There are many variations of this tactic, including the password spraying attack, where attackers try the same password against multiple accounts at once to avoid getting locked out.

Dictionary attack

Besides the most common passwords and word combinations, this attack also uses all the words in the dictionary (not just in English, but also in various other languages) to guess a victim’s credentials. People often use familiar words strung together, which makes this type of attack particularly effective.

Rainbow table attack

This attack is based on data that cyber-criminals have already managed to extract. They keep records of passwords and their corresponding hashes, so they can decode and crack encrypted passwords by using this information.


The most common password-cracking technique is to trick people into submitting their username and password to a fake website that mimics a legitimate one. Attackers can see the passwords as the unsuspecting users type them in, which means they can immediately use the compromised credentials to gain unauthorized access.

Social engineering

Cyber-attackers attempt to extract passwords from their victims by posing as a credible figure - be it a supervisor, coworker, friend, or even a relative.

"On a single computer graphics card, cyber-criminals can attempt billions of password combinations per second.
They also employ predefined techniques to try to generate passwords that relate to somebody's identity.
They feed the program with hints about the victim’s name, location, their dog’s name, and other publicly available information, and it generates a few tens of thousands of potential passwords for every one of those details.
This should give you an understanding on how fast passwords can get compromised."
Alex "Jay" Balan (Director of Security Research, Bitdefender)

Steps to Take When Your Password is Exposed in a Data Breach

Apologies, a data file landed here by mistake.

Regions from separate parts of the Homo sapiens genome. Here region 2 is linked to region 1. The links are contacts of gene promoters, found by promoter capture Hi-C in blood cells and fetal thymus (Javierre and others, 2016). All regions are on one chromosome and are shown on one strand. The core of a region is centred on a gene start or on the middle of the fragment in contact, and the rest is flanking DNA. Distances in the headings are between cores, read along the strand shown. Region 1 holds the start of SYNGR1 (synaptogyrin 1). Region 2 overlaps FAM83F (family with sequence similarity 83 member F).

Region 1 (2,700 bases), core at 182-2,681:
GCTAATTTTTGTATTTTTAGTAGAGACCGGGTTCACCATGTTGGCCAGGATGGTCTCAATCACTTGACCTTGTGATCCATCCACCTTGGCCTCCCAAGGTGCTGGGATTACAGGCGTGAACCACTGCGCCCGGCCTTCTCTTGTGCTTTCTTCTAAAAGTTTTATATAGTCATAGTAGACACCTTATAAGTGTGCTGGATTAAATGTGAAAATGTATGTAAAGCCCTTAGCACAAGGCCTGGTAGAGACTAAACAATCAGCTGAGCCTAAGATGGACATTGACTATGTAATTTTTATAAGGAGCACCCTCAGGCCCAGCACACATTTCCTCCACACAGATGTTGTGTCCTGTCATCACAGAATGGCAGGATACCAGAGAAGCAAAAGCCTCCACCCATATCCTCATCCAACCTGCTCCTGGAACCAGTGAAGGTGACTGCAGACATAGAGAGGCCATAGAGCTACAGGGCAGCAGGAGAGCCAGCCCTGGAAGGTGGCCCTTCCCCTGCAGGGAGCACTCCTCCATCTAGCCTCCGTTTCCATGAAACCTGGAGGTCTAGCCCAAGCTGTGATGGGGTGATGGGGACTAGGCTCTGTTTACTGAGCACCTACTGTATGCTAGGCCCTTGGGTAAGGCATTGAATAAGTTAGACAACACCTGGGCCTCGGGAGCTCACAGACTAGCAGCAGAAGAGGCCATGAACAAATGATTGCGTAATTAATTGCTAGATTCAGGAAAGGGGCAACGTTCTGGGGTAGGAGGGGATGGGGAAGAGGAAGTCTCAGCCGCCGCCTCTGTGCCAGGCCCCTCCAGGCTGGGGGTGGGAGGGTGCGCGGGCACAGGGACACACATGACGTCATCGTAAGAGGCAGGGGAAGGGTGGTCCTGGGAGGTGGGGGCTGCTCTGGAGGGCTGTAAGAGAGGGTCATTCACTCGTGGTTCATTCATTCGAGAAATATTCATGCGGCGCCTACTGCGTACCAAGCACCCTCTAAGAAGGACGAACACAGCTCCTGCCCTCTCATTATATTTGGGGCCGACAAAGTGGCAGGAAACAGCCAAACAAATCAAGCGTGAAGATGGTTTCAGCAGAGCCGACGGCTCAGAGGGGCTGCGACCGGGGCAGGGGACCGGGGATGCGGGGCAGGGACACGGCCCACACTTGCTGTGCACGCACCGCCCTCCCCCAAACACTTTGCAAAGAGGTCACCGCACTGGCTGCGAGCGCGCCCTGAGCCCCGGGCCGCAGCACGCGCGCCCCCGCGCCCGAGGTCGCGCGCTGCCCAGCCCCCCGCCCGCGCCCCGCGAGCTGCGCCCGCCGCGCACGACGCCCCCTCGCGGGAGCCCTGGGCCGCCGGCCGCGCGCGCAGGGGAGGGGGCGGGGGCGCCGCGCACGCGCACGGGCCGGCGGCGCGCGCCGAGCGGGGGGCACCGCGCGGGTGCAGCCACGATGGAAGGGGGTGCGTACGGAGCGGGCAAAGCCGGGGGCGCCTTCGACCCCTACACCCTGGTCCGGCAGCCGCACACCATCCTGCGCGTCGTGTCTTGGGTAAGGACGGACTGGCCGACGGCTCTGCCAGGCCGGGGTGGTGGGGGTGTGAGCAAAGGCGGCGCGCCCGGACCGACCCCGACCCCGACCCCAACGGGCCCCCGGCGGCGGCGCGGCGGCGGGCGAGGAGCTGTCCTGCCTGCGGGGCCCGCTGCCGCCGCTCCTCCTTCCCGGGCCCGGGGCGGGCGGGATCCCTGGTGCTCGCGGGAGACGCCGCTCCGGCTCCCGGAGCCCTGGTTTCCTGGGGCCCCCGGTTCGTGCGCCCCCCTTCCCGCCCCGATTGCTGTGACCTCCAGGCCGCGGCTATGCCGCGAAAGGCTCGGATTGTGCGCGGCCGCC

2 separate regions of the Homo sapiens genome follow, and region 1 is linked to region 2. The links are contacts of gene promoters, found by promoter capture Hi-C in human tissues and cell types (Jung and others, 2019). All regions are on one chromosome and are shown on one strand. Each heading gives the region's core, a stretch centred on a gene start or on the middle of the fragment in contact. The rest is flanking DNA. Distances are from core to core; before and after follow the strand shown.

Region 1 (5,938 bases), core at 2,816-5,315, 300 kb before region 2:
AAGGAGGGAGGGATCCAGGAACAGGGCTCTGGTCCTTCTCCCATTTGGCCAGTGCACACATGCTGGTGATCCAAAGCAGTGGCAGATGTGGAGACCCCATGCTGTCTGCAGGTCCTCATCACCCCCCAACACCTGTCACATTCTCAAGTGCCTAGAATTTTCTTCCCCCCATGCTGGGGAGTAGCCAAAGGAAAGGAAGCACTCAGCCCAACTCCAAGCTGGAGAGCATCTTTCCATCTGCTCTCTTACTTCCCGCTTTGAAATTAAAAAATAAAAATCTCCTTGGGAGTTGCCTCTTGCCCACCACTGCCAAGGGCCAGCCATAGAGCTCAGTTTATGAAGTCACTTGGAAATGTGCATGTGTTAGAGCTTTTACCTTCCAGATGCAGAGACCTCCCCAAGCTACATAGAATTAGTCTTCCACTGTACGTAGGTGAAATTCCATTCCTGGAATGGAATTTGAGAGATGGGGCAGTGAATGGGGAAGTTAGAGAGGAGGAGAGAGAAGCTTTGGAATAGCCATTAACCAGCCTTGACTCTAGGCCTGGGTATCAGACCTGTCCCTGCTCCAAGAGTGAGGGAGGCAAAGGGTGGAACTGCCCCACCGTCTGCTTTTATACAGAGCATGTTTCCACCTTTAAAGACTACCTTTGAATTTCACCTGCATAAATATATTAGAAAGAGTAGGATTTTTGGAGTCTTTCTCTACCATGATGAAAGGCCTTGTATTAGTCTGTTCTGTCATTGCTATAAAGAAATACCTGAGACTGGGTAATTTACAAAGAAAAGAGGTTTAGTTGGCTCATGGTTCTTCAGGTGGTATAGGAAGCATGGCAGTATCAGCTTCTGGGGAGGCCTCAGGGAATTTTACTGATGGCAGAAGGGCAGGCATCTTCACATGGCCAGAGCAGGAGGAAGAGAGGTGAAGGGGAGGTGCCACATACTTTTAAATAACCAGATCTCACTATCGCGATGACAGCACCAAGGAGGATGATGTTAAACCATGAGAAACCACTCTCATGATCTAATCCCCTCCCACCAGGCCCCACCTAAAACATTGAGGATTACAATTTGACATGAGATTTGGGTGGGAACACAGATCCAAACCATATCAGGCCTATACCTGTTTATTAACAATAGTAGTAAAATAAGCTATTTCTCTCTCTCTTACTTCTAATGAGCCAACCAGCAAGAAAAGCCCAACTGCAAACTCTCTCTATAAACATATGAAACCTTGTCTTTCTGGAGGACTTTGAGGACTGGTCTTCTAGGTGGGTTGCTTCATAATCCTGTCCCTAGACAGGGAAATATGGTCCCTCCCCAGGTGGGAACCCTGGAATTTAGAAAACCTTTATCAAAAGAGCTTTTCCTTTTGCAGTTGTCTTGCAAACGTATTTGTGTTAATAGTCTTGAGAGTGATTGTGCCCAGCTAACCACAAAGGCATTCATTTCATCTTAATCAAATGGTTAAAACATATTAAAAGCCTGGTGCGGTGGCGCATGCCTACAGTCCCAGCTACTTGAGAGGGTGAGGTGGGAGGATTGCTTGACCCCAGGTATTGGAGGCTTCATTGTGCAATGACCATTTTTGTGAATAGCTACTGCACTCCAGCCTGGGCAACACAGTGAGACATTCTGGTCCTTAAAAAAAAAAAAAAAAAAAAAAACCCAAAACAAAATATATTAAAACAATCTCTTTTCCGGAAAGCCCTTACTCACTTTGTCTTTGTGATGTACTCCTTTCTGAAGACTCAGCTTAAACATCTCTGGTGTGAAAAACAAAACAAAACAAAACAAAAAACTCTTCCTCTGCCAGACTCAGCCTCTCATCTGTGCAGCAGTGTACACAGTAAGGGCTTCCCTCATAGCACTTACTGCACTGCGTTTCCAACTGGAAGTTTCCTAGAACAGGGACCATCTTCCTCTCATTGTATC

Data breaches can happen all the time and they impact almost everyone. This is why it is important to recognize that once your information is leaked, it cannot be retrieved, erased or completely removed from the Internet.

Your best chance to minimize your exposure is to:

  • Enable two-factor authentication - Having another layer of authorization in place can stop cyber-criminals from taking over your accounts, once they steal your passwords.
  • Start using a password manager - By using a multi-platform service like Bitdefender Password Manager you can add passwords into your secure vault and change them to longer, more complex variants that cannot be easily cracked.
  • Stay informed with real-time alerts - With Bitdefender Digital Identity Protection you can get alerted if your personal information is exposed in a data breach.

Pasword Length and Complexity are Key Security Factors

It comes as no surprise that a password such as  'password123' can be instantly cracked, as it is one of the world's most commonly used.

How about a password like 'vqcV#Ru4UgWe^!4Qpz4Q*N4PzswCoWiubvV' randomly generated by a password manager? Cracking this would take years and require substantial computing resources.

Yes, it’s impossible to memorize – because you are not supposed to. Your password manager does that for you, for all your accounts, across your devices. All you need to remember is your master password, which is basically the key to your vault. The password manager then auto-fills your credentials, saving time and significantly boosting your security.

Additionally, this service offers guidance on improving weak passwords, alerting you to possible vulnerabilities.

Guidelines for Choosing a Truly Secure Password

Here’s a three-part answer to the million-dollar question: what password is most secure?

A secure password:

  • is over 30 characters long
  • combines lowercase and uppercase letters, numbers, and symbols
  • is truly random (generated by a trustworthy password manager)

Keep in mind: passwords that are too easy to memorize are often vulnerable and susceptible to being cracked.

"We have been using passwords for the last 40 years and everybody knows that they're an outdated technology. They haven't aged well.